Being a people-pleaser may be more than a personality trait: it could be a response to trauma.
We each experience trauma —an emotional and physical response to an overwhelming event— in our own way.
When faced with a situation that feels shocking, scary, or dangerous, our brains activate our coping mechanisms to help us deal with what has been perceived as threat.
🧠 Some people become angry or aggressive (fight response), some avoid or run away from the situation (flight response), and others shut down or dissociate (freeze response).
👉🏻 A fourth, less discussed, response to trauma is called the ‘fawning’ response, linked to people-pleasing behaviors. It is a coping mechanism closely associated with overly-appeasing conducts and cycles of codependency, to avoid conflict, pacify their abusers, and create a sense of safety.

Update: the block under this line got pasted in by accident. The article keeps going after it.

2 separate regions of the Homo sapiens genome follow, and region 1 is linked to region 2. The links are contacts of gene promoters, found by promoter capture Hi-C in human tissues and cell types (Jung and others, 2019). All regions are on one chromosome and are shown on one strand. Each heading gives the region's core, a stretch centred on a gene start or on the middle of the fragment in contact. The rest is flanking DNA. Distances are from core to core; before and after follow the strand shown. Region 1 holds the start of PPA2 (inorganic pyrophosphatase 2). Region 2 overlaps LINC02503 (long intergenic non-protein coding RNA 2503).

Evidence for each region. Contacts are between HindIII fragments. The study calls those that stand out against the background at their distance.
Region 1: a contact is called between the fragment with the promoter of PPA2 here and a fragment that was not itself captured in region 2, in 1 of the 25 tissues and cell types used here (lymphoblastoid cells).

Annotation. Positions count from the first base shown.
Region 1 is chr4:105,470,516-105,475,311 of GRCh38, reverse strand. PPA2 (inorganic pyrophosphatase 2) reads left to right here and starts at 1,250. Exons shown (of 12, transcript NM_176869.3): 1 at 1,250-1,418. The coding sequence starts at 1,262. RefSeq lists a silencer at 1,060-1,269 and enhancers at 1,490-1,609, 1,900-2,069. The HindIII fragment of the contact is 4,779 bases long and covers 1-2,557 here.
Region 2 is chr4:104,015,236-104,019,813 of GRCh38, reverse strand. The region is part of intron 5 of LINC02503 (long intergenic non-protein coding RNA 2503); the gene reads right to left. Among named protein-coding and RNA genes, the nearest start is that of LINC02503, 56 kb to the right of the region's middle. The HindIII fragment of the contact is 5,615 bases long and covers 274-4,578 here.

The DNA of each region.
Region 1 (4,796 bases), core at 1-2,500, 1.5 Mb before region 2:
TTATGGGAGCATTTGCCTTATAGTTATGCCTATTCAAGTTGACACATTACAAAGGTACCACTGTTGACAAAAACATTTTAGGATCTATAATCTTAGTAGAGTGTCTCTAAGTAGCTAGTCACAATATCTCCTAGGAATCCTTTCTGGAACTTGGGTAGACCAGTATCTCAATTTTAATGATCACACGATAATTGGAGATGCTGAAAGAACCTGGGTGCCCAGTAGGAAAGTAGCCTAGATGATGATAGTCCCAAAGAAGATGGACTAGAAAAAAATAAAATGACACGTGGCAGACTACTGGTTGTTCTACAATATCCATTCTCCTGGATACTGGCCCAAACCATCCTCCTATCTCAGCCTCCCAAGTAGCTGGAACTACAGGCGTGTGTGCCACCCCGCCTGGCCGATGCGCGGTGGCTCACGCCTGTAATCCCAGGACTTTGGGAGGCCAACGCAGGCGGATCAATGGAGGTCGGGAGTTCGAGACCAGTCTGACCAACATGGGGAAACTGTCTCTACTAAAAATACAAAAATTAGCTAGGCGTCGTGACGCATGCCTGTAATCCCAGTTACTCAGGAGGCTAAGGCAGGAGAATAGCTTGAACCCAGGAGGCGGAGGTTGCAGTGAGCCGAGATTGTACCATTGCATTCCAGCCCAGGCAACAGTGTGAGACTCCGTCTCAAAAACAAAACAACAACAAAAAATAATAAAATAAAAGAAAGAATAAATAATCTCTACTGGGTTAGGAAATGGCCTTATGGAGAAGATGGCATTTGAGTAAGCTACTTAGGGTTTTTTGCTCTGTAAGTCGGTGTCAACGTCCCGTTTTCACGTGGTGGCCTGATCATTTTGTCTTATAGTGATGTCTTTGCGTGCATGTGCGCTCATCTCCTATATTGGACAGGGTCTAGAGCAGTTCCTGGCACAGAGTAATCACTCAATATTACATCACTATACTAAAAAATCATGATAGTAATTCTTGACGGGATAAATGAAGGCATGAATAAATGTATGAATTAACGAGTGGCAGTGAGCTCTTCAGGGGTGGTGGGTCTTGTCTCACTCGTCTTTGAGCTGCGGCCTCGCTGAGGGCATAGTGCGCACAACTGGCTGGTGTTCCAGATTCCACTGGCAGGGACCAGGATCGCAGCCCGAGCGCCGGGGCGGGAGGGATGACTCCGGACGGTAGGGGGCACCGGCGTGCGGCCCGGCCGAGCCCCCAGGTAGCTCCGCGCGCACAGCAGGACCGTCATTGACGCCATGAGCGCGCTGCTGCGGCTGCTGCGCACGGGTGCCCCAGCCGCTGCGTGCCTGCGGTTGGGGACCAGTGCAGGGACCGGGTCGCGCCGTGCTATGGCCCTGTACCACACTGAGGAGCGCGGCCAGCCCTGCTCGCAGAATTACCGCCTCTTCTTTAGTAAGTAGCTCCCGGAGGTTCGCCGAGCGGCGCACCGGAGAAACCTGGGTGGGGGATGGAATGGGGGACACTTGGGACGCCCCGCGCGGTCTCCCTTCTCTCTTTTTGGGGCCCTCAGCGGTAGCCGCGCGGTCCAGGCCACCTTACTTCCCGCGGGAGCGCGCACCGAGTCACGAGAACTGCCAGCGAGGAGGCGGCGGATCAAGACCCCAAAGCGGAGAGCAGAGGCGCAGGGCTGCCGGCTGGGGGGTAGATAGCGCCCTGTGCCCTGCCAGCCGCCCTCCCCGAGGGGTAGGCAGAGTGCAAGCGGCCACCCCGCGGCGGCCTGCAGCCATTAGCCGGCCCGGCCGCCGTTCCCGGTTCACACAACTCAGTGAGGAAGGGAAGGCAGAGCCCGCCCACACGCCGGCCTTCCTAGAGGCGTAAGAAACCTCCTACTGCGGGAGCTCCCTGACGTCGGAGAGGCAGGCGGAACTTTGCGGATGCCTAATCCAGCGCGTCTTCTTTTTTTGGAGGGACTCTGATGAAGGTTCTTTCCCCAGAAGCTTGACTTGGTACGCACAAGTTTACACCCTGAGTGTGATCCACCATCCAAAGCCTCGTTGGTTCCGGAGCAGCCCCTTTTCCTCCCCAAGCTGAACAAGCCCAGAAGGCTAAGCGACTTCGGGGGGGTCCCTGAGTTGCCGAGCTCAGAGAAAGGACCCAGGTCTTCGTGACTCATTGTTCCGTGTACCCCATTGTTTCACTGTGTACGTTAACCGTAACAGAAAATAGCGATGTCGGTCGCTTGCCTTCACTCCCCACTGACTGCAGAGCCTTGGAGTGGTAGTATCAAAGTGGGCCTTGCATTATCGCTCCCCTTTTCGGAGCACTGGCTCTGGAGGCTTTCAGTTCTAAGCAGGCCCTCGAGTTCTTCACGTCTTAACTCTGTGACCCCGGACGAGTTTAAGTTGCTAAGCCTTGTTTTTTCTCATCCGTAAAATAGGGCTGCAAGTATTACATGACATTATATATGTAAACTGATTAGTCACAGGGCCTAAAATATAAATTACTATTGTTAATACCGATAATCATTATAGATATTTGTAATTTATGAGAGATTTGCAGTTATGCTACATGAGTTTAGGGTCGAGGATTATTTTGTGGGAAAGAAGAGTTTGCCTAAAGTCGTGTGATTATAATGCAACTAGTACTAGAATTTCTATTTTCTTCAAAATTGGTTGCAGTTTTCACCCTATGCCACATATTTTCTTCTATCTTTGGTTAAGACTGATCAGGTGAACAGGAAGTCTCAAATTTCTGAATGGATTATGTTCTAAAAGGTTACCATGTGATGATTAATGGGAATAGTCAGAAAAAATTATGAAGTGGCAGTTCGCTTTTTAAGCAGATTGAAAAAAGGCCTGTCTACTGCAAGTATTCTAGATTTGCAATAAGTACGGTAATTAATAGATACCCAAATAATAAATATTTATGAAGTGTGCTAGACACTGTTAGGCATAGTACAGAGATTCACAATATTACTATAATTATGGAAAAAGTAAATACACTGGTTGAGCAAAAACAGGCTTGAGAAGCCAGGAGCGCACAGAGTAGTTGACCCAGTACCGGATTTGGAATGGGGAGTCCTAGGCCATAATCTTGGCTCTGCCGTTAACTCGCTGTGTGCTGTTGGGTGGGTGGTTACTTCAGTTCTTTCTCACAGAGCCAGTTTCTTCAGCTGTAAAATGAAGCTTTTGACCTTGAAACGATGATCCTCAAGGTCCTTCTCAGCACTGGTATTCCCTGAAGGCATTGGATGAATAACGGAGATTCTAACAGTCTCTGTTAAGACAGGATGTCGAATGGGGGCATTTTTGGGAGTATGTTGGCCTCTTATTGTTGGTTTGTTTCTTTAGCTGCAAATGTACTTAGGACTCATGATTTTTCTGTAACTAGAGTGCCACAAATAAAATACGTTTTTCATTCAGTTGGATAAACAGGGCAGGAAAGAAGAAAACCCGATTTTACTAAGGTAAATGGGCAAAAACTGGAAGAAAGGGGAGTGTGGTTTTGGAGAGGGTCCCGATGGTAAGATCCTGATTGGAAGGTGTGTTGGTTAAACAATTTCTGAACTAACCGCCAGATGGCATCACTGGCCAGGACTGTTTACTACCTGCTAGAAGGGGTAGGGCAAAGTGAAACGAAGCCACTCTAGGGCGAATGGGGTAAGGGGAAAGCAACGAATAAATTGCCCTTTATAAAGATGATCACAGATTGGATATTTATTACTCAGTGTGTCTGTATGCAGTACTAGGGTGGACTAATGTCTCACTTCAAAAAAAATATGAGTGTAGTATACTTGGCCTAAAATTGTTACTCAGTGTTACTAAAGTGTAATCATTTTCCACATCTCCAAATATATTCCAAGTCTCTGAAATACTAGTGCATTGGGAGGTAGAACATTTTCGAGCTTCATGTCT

The term was first coined by therapist and survivor Pete Walker. According to Walker, people-pleasing can be a coping mechanism developed in response to childhood trauma, relational trauma, and complex trauma: by pleasing others, those who have experienced trauma may feel safer and less likely to be the target of abuse or neglect. However, this behavior can become maladaptive and develop negative consequences in adulthood.
As you read these lines, you can ask yourself:
✨ When was the last time I did something for me, because I wanted to, not because I merged my wishes with the wishes, needs, and demands of someone else?
✨ To what lengths will I go to avoid conflict?
✨ Do I feel shame or guilt when I think of saying no?
✨ Do I think I’m worthy only of conditional love?
🌈 This is your life. It is your gift. You can choose to do with it as you please –you can release the guilt, it is alright to choose yourself first.
Yes, you can!
~ L, 🌷.